What Does AETN’s Bio Channel Pay for Programs?

The ‘Sweet Spot’ for Bio – A&E’s Junior and Growing Brand

In our two previous posts, we analyzed the ‘Sweet Spot’ for production budgets at channels owned by AETN, led by A&E and History. (See Archives: March 4, March 11, 2010).

This week we look at Bio, the junior brand in the A&E family of channels. 

While Bio is not a Top 20 U.S. channel, it is an important network because of the scale of its distribution and audience, the total original hours it commissions, and the $25+ million it spends on new productions. 

Bio was born in 1999 out of A&E’s long-running Biography series, and is a rare case of a channel brand that successfully evolved from a single series.

Bio is now distributed to nearly 60 million of the 115 million U.S. TV homes.

In 2009, the channel averaged 200,000 total viewers in prime.  Big ticket shows delivered 400,000 total viewers or better.  Celebrity Ghost Stories is Bio’s top-rated series.

Bio is an Adult-targeted channel that is slightly female-skewing (58%). Bio executives say: “We’re watched by women, but we differ from Lifetime or Oxygen because we may be watched by men as well.”  

Bio’s branding message is “True Story: Truth is more entertaining than fiction … we can’t make this stuff up”.

The channel aims for strong, ‘emotionally-backed’ story-telling that is connected to pop culture. Bio programmers distinguish between their focus on lasting pop culture icons versus the celebrity flavor of the week.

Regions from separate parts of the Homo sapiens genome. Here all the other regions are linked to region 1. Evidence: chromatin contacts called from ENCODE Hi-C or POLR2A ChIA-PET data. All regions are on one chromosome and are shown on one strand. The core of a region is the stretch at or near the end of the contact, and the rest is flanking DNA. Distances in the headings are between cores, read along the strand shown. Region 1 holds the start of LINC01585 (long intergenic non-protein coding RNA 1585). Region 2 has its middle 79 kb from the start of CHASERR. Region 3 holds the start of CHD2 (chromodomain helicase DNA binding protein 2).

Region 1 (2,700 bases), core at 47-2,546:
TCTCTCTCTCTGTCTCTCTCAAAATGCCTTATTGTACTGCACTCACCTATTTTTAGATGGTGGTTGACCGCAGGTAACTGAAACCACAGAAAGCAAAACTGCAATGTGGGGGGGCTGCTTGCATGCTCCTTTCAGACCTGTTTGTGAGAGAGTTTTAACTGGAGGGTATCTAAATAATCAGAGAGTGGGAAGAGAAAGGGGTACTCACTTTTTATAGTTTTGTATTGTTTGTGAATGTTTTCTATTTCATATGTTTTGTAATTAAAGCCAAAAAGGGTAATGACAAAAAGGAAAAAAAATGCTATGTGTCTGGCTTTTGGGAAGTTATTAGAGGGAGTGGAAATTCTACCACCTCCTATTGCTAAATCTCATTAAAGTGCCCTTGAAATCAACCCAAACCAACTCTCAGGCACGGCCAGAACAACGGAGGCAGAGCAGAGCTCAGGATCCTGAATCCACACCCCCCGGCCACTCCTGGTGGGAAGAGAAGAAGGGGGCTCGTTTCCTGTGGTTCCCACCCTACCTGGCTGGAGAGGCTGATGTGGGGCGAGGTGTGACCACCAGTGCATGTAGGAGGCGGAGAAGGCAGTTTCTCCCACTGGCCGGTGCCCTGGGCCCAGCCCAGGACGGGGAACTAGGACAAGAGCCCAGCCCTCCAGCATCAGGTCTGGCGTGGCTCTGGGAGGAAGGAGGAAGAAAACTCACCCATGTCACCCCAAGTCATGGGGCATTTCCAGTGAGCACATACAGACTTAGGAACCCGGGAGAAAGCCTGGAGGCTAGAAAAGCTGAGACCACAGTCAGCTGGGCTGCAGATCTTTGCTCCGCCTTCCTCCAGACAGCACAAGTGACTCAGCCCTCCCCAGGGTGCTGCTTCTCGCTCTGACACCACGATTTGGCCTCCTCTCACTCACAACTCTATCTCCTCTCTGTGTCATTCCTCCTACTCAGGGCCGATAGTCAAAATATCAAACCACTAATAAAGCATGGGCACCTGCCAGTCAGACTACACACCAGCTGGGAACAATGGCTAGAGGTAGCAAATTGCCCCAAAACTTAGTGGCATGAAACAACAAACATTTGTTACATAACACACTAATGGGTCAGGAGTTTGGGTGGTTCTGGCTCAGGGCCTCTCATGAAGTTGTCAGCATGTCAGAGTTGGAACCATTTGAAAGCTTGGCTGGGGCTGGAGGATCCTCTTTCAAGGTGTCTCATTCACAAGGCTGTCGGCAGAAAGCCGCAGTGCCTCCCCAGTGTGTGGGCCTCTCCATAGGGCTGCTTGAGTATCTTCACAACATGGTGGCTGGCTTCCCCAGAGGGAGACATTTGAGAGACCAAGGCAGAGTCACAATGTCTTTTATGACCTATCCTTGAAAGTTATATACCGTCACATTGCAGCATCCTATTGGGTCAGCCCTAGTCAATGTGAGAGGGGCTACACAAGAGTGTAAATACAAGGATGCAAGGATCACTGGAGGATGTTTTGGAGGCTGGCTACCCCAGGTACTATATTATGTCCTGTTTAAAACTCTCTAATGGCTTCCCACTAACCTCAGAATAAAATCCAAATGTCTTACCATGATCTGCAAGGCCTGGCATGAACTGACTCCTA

Biography is Bio’s leading series, and tells “True stories about fascinating people”, including both celebrities and the infamous.

Bio sees its principal competitors as TLC, TRU, E!, PBS, TVLAND and Nat Geo Channel.

And now for the numbers:

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Coming Soon!
DocumentaryTelevision.com ‘Sweet Spot’ Report

What Do Channels Pay for Programs?
Our Research Findings for Purchase Soon

Our original research findings about the ‘Sweet Spots’ for 25+/- U.S. channels cover:

  • Network budget benchmarks for original commissions
  • Several levels: Signature, High, ‘Sweet Spot’ and Low
  • We cover ‘the biggies’ and diginets

If the data is available, we include:

  • Acquisition costs
  • Copro contributions
  • Benchmark costs for typical genres

The unique and valuable ‘Sweet Spot’ Report covers Discovery Networks, OWN Oprah Winfrey Network, AETN Networks including History, truTV, MTV, Nat Geo and many more.

How to Purchase the ‘Sweet Spot’ Data